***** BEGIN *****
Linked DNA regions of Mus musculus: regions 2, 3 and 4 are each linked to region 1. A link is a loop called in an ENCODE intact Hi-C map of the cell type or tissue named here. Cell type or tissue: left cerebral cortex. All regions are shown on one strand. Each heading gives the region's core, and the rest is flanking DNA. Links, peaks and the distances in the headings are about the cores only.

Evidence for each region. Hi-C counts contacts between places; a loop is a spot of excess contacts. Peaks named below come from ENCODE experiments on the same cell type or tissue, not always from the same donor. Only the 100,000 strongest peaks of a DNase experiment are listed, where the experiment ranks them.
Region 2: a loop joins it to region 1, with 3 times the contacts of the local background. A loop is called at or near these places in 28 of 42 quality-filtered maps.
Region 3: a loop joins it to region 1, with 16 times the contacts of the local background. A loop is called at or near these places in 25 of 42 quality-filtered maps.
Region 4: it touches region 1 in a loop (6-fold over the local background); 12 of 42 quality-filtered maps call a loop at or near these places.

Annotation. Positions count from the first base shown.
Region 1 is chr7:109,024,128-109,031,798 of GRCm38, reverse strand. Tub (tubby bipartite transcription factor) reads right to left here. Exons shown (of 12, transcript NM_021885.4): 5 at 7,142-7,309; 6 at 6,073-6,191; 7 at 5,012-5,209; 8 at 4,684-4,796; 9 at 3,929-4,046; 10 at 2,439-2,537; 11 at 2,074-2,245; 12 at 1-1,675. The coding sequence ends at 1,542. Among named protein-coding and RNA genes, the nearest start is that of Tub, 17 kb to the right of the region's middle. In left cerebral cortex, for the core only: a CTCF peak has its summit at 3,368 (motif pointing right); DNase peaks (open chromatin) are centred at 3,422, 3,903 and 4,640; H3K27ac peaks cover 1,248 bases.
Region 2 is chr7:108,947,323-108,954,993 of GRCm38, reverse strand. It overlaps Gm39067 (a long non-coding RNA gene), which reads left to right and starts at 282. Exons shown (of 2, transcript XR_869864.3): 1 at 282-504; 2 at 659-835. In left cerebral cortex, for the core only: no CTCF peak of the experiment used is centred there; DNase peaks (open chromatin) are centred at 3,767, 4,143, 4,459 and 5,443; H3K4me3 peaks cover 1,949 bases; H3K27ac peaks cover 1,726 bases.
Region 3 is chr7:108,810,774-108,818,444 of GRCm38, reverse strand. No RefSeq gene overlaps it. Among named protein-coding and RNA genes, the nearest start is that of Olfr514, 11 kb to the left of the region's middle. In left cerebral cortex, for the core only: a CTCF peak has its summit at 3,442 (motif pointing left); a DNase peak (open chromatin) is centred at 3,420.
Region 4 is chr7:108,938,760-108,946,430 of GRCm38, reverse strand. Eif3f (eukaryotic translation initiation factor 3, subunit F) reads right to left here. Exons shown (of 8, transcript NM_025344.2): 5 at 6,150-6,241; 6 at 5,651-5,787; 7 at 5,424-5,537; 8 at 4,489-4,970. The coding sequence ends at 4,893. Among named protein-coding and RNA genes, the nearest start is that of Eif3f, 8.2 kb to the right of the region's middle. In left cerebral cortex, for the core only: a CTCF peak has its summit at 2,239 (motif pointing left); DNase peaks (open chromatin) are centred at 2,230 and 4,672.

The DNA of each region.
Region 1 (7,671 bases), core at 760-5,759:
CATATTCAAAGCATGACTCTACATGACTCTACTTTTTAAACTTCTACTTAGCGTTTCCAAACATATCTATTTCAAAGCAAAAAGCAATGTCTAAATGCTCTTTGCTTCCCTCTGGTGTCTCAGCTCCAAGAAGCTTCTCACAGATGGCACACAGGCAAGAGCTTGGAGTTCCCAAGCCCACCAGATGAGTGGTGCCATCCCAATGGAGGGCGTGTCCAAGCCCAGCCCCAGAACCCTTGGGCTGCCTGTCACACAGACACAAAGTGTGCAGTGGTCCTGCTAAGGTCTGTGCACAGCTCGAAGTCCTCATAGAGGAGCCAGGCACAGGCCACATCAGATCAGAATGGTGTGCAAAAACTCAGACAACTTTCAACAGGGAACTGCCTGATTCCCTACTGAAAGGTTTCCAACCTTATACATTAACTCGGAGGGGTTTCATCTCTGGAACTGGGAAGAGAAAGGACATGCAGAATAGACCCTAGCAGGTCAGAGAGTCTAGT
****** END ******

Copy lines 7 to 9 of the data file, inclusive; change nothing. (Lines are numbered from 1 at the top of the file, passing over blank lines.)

Region 1 is chr7:109,024,128-109,031,798 of GRCm38, reverse strand. Tub (tubby bipartite transcription factor) reads right to left here. Exons shown (of 12, transcript NM_021885.4): 5 at 7,142-7,309; 6 at 6,073-6,191; 7 at 5,012-5,209; 8 at 4,684-4,796; 9 at 3,929-4,046; 10 at 2,439-2,537; 11 at 2,074-2,245; 12 at 1-1,675. The coding sequence ends at 1,542. Among named protein-coding and RNA genes, the nearest start is that of Tub, 17 kb to the right of the region's middle. In left cerebral cortex, for the core only: a CTCF peak has its summit at 3,368 (motif pointing right); DNase peaks (open chromatin) are centred at 3,422, 3,903 and 4,640; H3K27ac peaks cover 1,248 bases.
Region 2 is chr7:108,947,323-108,954,993 of GRCm38, reverse strand. It overlaps Gm39067 (a long non-coding RNA gene), which reads left to right and starts at 282. Exons shown (of 2, transcript XR_869864.3): 1 at 282-504; 2 at 659-835. In left cerebral cortex, for the core only: no CTCF peak of the experiment used is centred there; DNase peaks (open chromatin) are centred at 3,767, 4,143, 4,459 and 5,443; H3K4me3 peaks cover 1,949 bases; H3K27ac peaks cover 1,726 bases.
Region 3 is chr7:108,810,774-108,818,444 of GRCm38, reverse strand. No RefSeq gene overlaps it. Among named protein-coding and RNA genes, the nearest start is that of Olfr514, 11 kb to the left of the region's middle. In left cerebral cortex, for the core only: a CTCF peak has its summit at 3,442 (motif pointing left); a DNase peak (open chromatin) is centred at 3,420.